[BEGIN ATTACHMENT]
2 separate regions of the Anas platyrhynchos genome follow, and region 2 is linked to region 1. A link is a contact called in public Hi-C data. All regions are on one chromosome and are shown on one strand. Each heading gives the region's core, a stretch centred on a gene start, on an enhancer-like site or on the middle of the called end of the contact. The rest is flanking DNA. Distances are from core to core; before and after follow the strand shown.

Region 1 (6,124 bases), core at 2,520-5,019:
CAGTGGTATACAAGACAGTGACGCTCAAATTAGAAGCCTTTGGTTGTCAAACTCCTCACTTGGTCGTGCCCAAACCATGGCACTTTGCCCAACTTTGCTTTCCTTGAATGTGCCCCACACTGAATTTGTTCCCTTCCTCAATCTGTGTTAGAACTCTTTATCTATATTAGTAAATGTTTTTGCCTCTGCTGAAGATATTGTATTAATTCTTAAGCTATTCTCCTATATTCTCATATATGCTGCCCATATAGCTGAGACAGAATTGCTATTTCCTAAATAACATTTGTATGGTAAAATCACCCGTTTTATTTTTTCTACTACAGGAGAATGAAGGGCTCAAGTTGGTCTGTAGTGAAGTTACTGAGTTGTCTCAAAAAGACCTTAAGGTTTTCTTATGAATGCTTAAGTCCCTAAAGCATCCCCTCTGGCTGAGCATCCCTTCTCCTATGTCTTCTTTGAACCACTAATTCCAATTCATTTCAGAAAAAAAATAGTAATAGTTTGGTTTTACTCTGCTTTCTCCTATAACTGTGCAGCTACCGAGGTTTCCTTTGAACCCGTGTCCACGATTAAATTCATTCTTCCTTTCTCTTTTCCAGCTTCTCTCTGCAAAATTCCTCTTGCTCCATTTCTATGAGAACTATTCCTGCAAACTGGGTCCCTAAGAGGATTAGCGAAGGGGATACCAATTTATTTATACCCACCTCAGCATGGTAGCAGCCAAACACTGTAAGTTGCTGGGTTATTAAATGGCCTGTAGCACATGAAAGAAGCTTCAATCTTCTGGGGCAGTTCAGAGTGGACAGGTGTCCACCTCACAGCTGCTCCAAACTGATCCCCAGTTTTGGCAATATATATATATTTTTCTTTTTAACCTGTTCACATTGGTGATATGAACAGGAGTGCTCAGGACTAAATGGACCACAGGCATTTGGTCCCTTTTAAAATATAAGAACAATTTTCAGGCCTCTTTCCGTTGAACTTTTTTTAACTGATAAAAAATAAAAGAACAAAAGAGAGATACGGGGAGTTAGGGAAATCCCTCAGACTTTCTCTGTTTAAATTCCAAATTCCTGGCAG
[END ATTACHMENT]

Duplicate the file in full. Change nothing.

2 separate regions of the Anas platyrhynchos genome follow, and region 2 is linked to region 1. A link is a contact called in public Hi-C data. All regions are on one chromosome and are shown on one strand. Each heading gives the region's core, a stretch centred on a gene start, on an enhancer-like site or on the middle of the called end of the contact. The rest is flanking DNA. Distances are from core to core; before and after follow the strand shown.

Region 1 (6,124 bases), core at 2,520-5,019:
CAGTGGTATACAAGACAGTGACGCTCAAATTAGAAGCCTTTGGTTGTCAAACTCCTCACTTGGTCGTGCCCAAACCATGGCACTTTGCCCAACTTTGCTTTCCTTGAATGTGCCCCACACTGAATTTGTTCCCTTCCTCAATCTGTGTTAGAACTCTTTATCTATATTAGTAAATGTTTTTGCCTCTGCTGAAGATATTGTATTAATTCTTAAGCTATTCTCCTATATTCTCATATATGCTGCCCATATAGCTGAGACAGAATTGCTATTTCCTAAATAACATTTGTATGGTAAAATCACCCGTTTTATTTTTTCTACTACAGGAGAATGAAGGGCTCAAGTTGGTCTGTAGTGAAGTTACTGAGTTGTCTCAAAAAGACCTTAAGGTTTTCTTATGAATGCTTAAGTCCCTAAAGCATCCCCTCTGGCTGAGCATCCCTTCTCCTATGTCTTCTTTGAACCACTAATTCCAATTCATTTCAGAAAAAAAATAGTAATAGTTTGGTTTTACTCTGCTTTCTCCTATAACTGTGCAGCTACCGAGGTTTCCTTTGAACCCGTGTCCACGATTAAATTCATTCTTCCTTTCTCTTTTCCAGCTTCTCTCTGCAAAATTCCTCTTGCTCCATTTCTATGAGAACTATTCCTGCAAACTGGGTCCCTAAGAGGATTAGCGAAGGGGATACCAATTTATTTATACCCACCTCAGCATGGTAGCAGCCAAACACTGTAAGTTGCTGGGTTATTAAATGGCCTGTAGCACATGAAAGAAGCTTCAATCTTCTGGGGCAGTTCAGAGTGGACAGGTGTCCACCTCACAGCTGCTCCAAACTGATCCCCAGTTTTGGCAATATATATATATTTTTCTTTTTAACCTGTTCACATTGGTGATATGAACAGGAGTGCTCAGGACTAAATGGACCACAGGCATTTGGTCCCTTTTAAAATATAAGAACAATTTTCAGGCCTCTTTCCGTTGAACTTTTTTTAACTGATAAAAAATAAAAGAACAAAAGAGAGATACGGGGAGTTAGGGAAATCCCTCAGACTTTCTCTGTTTAAATTCCAAATTCCTGGCAG